In the fall of 1995 when David Richenthal and Anita Waxman took Uta Hagen to the Lucille Lortel Theater to star in Mrs. Klein,she was seventy-five and about to celebrate her sixtieth year in the theater. Her career began in 1937 when she played Ophelia opposite Eva Le Gallienne’s Hamlet.
In the early ’40s, Hagen appeared with Paul Robeson and her then-husband, José Ferrer, in the legendary Broadway run of Othello.
In 1947, she met her future husband, Herbert Berghof, and shortly thereafter she joined him on the staff of his HB Studio, beginning one of the longest and most distinguished teaching careers in the American theater. The marriage and professional partnership with Berghof lasted until his death in 1990.
Hagen had collected Best Actress Tony Awards in 1951 for The Country Girl and, more notably, in 1963 for her celebrated portrayal of Martha in Who’s Afraid of Virginia Woolf? Other than a monologue she performed from Charlotte in A Herbert Berghof Retrospective at the HB Studio theatre in 1992, Hagen had not appeared on a stage in New York City for nearly ten years.
When William “Billy” Carden, a young actor and director, took over as head of the HB studio theater in 1994, he began raising the idea of Hagen acting again. If he could find a project for her, would she act? She told Carden she was actually dying to. Carden suggested Mrs. Klein, a play he knew by Nicholas Wright. Melanie Klein was a prominent Austrian-born psychoanalystnoted for her impact on child psychology. The play builds to a fiery confrontation between Klein, her own daughter, and herassistant over responsibility she may bear in the death, possibly a suicide, of her son. Carden got the rights to perform it in the HB studio theater for sixteen performances in April and May of 1995.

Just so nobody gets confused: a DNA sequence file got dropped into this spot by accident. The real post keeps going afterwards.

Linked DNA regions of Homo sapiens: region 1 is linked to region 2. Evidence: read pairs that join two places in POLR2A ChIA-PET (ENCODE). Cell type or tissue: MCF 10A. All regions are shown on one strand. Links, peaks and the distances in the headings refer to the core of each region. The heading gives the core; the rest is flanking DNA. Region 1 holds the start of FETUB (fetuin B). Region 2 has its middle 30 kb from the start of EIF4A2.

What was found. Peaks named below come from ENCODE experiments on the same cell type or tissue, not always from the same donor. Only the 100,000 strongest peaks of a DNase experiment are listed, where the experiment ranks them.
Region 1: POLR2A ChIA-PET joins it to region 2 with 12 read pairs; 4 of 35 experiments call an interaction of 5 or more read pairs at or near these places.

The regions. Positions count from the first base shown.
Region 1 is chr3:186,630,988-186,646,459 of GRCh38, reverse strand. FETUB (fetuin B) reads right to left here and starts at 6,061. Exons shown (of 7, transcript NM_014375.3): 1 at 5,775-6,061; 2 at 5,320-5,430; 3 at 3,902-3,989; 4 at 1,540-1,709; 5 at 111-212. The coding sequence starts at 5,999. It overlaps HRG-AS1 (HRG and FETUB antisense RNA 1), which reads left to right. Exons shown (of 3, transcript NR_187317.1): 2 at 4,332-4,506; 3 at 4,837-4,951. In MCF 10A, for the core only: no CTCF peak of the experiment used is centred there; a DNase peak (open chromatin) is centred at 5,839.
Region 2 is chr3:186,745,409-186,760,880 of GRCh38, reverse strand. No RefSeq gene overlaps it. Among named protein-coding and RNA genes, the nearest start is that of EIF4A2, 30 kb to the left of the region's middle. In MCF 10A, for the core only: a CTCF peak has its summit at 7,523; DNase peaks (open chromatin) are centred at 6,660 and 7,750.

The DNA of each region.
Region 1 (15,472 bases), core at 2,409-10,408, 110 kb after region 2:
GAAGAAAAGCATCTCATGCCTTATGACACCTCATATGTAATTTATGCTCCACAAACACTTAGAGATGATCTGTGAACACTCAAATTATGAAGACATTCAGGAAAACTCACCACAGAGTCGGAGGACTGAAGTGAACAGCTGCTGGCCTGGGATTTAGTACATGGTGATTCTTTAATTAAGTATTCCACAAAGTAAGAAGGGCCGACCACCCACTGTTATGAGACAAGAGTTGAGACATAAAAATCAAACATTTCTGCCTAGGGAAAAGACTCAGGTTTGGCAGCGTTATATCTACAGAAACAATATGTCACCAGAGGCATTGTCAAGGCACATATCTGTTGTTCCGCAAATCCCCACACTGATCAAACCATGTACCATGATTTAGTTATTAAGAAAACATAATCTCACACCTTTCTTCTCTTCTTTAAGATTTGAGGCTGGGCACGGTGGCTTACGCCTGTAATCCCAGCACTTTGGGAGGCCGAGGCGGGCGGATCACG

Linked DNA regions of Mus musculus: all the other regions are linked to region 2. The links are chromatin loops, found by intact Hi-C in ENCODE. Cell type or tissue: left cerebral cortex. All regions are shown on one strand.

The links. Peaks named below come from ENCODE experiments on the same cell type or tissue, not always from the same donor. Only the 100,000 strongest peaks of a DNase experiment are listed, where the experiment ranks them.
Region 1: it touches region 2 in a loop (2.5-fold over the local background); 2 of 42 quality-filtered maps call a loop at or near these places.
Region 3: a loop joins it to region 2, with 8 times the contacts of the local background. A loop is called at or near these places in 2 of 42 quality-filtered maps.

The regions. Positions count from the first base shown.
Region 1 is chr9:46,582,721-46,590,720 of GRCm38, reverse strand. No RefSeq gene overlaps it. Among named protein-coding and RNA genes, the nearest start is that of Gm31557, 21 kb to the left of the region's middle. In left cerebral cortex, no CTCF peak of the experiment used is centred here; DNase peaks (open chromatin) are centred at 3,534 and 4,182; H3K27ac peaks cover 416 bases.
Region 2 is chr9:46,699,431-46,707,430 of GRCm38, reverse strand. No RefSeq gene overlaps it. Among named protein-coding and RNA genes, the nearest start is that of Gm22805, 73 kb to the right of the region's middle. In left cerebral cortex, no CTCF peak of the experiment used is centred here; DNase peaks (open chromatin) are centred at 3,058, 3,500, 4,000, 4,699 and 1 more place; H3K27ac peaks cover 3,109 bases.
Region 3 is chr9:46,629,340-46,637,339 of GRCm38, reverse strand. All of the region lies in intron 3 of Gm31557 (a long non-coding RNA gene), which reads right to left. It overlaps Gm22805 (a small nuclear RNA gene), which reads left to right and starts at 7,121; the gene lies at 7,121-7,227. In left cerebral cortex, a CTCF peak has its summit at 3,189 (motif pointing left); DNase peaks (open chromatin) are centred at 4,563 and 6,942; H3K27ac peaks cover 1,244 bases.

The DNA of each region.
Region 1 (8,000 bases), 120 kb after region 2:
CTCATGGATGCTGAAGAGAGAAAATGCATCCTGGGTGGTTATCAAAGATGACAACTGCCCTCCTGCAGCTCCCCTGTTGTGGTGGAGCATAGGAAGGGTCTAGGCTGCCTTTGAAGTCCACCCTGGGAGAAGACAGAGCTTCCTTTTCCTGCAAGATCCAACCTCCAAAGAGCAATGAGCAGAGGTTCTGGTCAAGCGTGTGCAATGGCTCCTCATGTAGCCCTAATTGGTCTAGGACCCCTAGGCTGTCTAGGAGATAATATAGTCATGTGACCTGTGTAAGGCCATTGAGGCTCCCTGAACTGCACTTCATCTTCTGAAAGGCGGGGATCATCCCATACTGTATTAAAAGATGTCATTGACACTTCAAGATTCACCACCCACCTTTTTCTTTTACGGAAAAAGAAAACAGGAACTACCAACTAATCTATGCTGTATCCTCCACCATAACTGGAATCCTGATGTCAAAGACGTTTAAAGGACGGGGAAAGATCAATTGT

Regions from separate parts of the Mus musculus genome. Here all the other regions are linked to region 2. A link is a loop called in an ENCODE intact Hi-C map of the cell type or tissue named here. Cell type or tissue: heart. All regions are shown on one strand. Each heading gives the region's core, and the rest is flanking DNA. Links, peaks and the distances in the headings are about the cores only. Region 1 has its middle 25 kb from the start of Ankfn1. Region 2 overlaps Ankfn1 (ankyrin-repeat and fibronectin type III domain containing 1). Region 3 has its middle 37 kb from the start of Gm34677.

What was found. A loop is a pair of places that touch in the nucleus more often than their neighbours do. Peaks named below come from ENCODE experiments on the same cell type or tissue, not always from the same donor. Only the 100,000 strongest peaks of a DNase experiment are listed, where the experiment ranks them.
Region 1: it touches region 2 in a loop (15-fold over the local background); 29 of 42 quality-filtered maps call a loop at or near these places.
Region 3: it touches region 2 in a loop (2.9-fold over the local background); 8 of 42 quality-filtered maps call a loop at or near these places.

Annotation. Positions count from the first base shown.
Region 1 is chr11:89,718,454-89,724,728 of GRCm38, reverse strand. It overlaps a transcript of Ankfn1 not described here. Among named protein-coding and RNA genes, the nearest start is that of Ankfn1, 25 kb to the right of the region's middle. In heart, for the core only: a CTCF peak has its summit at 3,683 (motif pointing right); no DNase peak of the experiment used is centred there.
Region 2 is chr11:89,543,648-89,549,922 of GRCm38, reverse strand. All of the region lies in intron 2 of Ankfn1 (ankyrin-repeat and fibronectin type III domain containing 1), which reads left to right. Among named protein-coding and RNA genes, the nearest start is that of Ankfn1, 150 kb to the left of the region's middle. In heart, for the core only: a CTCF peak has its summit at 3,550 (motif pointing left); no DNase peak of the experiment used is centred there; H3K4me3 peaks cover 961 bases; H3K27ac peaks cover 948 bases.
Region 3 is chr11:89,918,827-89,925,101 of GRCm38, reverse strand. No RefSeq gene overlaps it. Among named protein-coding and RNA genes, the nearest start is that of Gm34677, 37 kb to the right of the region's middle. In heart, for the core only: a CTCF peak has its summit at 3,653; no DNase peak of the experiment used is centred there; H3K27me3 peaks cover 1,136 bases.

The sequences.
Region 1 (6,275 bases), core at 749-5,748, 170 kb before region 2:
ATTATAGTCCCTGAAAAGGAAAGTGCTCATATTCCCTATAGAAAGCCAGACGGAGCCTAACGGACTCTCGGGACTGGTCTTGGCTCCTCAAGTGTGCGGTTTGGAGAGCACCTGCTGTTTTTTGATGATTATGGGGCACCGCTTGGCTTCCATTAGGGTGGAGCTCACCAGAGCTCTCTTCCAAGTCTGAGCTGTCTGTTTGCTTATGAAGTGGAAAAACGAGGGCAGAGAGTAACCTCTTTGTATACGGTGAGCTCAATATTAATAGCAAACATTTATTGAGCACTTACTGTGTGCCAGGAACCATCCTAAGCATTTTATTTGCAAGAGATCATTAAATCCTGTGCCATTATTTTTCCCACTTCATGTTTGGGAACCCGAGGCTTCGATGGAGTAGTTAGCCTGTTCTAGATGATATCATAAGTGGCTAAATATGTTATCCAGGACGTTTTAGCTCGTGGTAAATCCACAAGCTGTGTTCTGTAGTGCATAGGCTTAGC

The small space was packed with Village cognoscenti and dedicated theater lovers. The agent Bill Craver, who had been invaluable in helping to secure the rights, brought producer David Richenthal, who immediately wanted to move it Off Broadway. He took Hagen to dinner the following night.
She smoked a lot of cigarettes, coughed in my face, and said, ‘Yes,’” Richenthal recalled. He returned with Lucille Lortel, who joined him as a co-producer and generously held her theater empty for the entire summer so that Mrs. Klein could play there in the fall. There was a standard clause in her theater booking contract that provided Lucille with producer billing to the effect of “Produced by Special Arrangement with Lucille Lortel.” Though no producer responsibilities were required of her to back it up, it afforded her the option to later claim a producer credit in her epic-length bio.
For Mrs. Klein, in addition to holding the theater, she actually came in with a small investment.
Born in Germany, Uta Hagen moved to Madison, Wisconsin, at the age of six. With the exception of several interruptions for study in Europe, Ms. Hagen received most of her schooling in Madison, her home until age sixteen. After training briefly at the Royal Academy of Dramatic Arts in London, she made her professional debut in 1937 in Dennis, Massachusetts, as “Ophelia” in Eva Le Gallienne’s production of Hamlet.Learn more